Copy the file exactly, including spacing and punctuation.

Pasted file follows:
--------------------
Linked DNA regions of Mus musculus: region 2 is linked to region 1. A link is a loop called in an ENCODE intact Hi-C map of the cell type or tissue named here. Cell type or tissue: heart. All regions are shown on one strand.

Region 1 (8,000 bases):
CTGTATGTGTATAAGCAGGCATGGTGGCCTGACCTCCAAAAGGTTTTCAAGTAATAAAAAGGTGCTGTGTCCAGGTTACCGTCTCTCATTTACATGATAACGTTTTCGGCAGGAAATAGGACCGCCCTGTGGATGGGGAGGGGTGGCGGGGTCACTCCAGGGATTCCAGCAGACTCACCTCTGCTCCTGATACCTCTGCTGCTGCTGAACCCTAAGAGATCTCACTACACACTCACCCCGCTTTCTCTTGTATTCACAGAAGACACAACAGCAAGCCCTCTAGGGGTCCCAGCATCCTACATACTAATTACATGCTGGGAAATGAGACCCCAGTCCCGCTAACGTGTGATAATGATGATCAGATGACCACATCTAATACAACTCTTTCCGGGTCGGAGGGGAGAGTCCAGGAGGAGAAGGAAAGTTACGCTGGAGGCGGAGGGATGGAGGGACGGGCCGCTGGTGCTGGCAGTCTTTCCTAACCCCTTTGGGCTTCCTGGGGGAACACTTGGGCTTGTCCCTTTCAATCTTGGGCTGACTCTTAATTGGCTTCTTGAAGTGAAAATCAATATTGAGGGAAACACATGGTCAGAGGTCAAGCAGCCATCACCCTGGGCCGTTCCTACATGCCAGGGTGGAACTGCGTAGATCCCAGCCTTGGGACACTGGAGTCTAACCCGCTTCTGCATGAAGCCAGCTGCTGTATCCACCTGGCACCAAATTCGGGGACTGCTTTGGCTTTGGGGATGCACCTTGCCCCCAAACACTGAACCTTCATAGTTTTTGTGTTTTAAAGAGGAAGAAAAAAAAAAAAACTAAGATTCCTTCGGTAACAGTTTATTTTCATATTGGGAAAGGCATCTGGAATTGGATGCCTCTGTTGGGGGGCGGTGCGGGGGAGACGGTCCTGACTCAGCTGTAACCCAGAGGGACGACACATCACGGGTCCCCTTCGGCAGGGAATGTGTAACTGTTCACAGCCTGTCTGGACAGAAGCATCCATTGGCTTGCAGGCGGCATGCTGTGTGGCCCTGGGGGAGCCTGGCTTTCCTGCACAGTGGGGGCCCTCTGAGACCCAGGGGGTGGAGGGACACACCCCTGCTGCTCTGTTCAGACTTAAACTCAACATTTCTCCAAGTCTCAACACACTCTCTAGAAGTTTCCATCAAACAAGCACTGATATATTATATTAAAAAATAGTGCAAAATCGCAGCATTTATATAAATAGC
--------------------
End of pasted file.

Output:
Linked DNA regions of Mus musculus: region 2 is linked to region 1. A link is a loop called in an ENCODE intact Hi-C map of the cell type or tissue named here. Cell type or tissue: heart. All regions are shown on one strand.

Region 1 (8,000 bases):
CTGTATGTGTATAAGCAGGCATGGTGGCCTGACCTCCAAAAGGTTTTCAAGTAATAAAAAGGTGCTGTGTCCAGGTTACCGTCTCTCATTTACATGATAACGTTTTCGGCAGGAAATAGGACCGCCCTGTGGATGGGGAGGGGTGGCGGGGTCACTCCAGGGATTCCAGCAGACTCACCTCTGCTCCTGATACCTCTGCTGCTGCTGAACCCTAAGAGATCTCACTACACACTCACCCCGCTTTCTCTTGTATTCACAGAAGACACAACAGCAAGCCCTCTAGGGGTCCCAGCATCCTACATACTAATTACATGCTGGGAAATGAGACCCCAGTCCCGCTAACGTGTGATAATGATGATCAGATGACCACATCTAATACAACTCTTTCCGGGTCGGAGGGGAGAGTCCAGGAGGAGAAGGAAAGTTACGCTGGAGGCGGAGGGATGGAGGGACGGGCCGCTGGTGCTGGCAGTCTTTCCTAACCCCTTTGGGCTTCCTGGGGGAACACTTGGGCTTGTCCCTTTCAATCTTGGGCTGACTCTTAATTGGCTTCTTGAAGTGAAAATCAATATTGAGGGAAACACATGGTCAGAGGTCAAGCAGCCATCACCCTGGGCCGTTCCTACATGCCAGGGTGGAACTGCGTAGATCCCAGCCTTGGGACACTGGAGTCTAACCCGCTTCTGCATGAAGCCAGCTGCTGTATCCACCTGGCACCAAATTCGGGGACTGCTTTGGCTTTGGGGATGCACCTTGCCCCCAAACACTGAACCTTCATAGTTTTTGTGTTTTAAAGAGGAAGAAAAAAAAAAAAACTAAGATTCCTTCGGTAACAGTTTATTTTCATATTGGGAAAGGCATCTGGAATTGGATGCCTCTGTTGGGGGGCGGTGCGGGGGAGACGGTCCTGACTCAGCTGTAACCCAGAGGGACGACACATCACGGGTCCCCTTCGGCAGGGAATGTGTAACTGTTCACAGCCTGTCTGGACAGAAGCATCCATTGGCTTGCAGGCGGCATGCTGTGTGGCCCTGGGGGAGCCTGGCTTTCCTGCACAGTGGGGGCCCTCTGAGACCCAGGGGGTGGAGGGACACACCCCTGCTGCTCTGTTCAGACTTAAACTCAACATTTCTCCAAGTCTCAACACACTCTCTAGAAGTTTCCATCAAACAAGCACTGATATATTATATTAAAAAATAGTGCAAAATCGCAGCATTTATATAAATAGC